A comprehensive checklist that every business should have in the event of a disaster.
May 20, 2019
In modern times, your data protection and disaster recovery strategy can mean the difference between a successful company and a crumbled one. There are many malicious people out there ready to capitalize on any security vulnerability they identify in your business, regardless of whether you run a big or a small enterprise.
While you can think you are safe in doing things old school, the Internet of Things has made it almost impossible for businesses to avoid technology. For this reason, you must put up a data protection and disaster recovery plan on standby for any trying times that are bound to happen at one point or the other. Here is a checklist to help you out on your business:
The role of different people
Who does what in a disaster? In your business, you will need to involve your employees in a lot of your affairs, especially in matters of data protection and disaster recovery. Should something happen to your business, what is the role of different people? Ideally, you need to get together a list of all the key stakeholders in your company and outline their duties and responsibilities in the disaster recovery process. Areas to keep track include:
- The impact on sales and cash flow
- Business location and relocation in the event of destruction
- Authorization to grant permission to other people
- Backup management and restoration processes
Such responsibility requires to be taken care of as soon as possible from the time of a disaster. It can mean the difference between your company saving all your data or completely losing them.
Data backup techniques
Now that you have chunks of data you generate in your company, how do you manage that information? For one, your backup techniques should guarantee the safety of the data. Other than that, the backups should be in different locations for the sake of recovery after a disaster. Technically, the MySQL backup can help you manage your databases. Even so, you must determine various storage sites that will be advantageous in the time of disaster. Which other locations can you store your data? How many formats are you able to save your information? How many backup plans do you have? What is the downtime you are likely to experience with your backup solutions?
When soliciting backup services from third parties, make sure you are keen with the policies, terms, and conditions of the service providers. This will give you an easy time when recovering your data.
Downtime vs. uptime
When a disaster strikes your business, your recovery plan should project on how long you are going to be on standstill before your company can get back on its feet. This can differ depending on the kind of damage you have secured. However, the goal should be to reduce downtime as much as possible and maximize the uptime.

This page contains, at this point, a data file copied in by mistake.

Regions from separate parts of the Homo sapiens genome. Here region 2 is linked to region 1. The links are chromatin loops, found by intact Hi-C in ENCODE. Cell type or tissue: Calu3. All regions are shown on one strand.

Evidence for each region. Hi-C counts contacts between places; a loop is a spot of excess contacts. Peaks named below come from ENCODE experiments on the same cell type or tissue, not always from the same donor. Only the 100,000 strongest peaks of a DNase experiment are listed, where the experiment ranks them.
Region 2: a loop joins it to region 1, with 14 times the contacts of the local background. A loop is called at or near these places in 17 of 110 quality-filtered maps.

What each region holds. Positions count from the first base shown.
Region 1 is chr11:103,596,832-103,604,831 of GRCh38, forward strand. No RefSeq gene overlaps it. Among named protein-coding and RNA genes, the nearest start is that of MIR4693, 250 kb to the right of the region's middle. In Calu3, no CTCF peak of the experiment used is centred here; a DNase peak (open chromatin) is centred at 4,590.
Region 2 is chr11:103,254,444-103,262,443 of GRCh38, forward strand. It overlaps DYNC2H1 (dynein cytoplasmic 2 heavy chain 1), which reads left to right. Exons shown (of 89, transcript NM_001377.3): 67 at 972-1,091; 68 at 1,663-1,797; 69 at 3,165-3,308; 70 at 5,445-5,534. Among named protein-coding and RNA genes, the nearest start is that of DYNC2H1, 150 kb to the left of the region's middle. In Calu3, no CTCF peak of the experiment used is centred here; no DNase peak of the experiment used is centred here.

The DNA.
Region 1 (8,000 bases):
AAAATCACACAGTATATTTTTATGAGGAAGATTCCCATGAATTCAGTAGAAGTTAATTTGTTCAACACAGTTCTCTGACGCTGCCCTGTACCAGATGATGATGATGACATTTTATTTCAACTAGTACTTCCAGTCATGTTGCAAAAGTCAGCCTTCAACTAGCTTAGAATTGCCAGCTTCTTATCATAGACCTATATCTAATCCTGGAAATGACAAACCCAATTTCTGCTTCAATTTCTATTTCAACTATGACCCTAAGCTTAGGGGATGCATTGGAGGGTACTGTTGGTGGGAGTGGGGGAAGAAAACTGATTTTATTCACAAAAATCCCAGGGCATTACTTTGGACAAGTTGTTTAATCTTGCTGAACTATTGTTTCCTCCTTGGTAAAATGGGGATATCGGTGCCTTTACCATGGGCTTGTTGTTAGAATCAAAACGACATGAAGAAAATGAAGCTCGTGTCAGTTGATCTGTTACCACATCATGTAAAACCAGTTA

The first thing is to figure out how much data you generate in your business, and how much of it deserves to be backed up and stored safely. Other than that, the modes you choose to store your information will also determine how long you stay under. Make projections for downloading data from the cloud, internet connectivity, replicating data, creating snapshots, and distributing copies to different locations. Once you are certain of this, then you do not have to wait for months or years before you get back to business. Remember that your competitor may not experience the same hit like you, and therefore, it matters that you get back to serving your customers as soon as possible.
How much money have you set apart for recovery upon disaster? Ideally, the more data you have, the more expensive it is going to be. This is also the case with the size of your business. In understanding the factors that can increase costs, you can better make decisions on how much money you will need to put aside for this plan. Remember that the effects of the disaster will not only be on data, but also the employees and hardware and software. Account all these factors in your cost analysis.
Maintenance and testing activities
Now that your plan is ready, how will you manage it before the disaster strikes? Technically, the data protection and disaster recovery checklist is a precautionary measure. Before you can term your plan as tamper-proof, you must run several test activities that will test the solidity of all you plan. You will also need to maintain the plan because, as the years go by, data keeps growing and needs to keep changing. This only means that you need to keep auditing your plan to update it so that the disaster will not cause you any significant losses.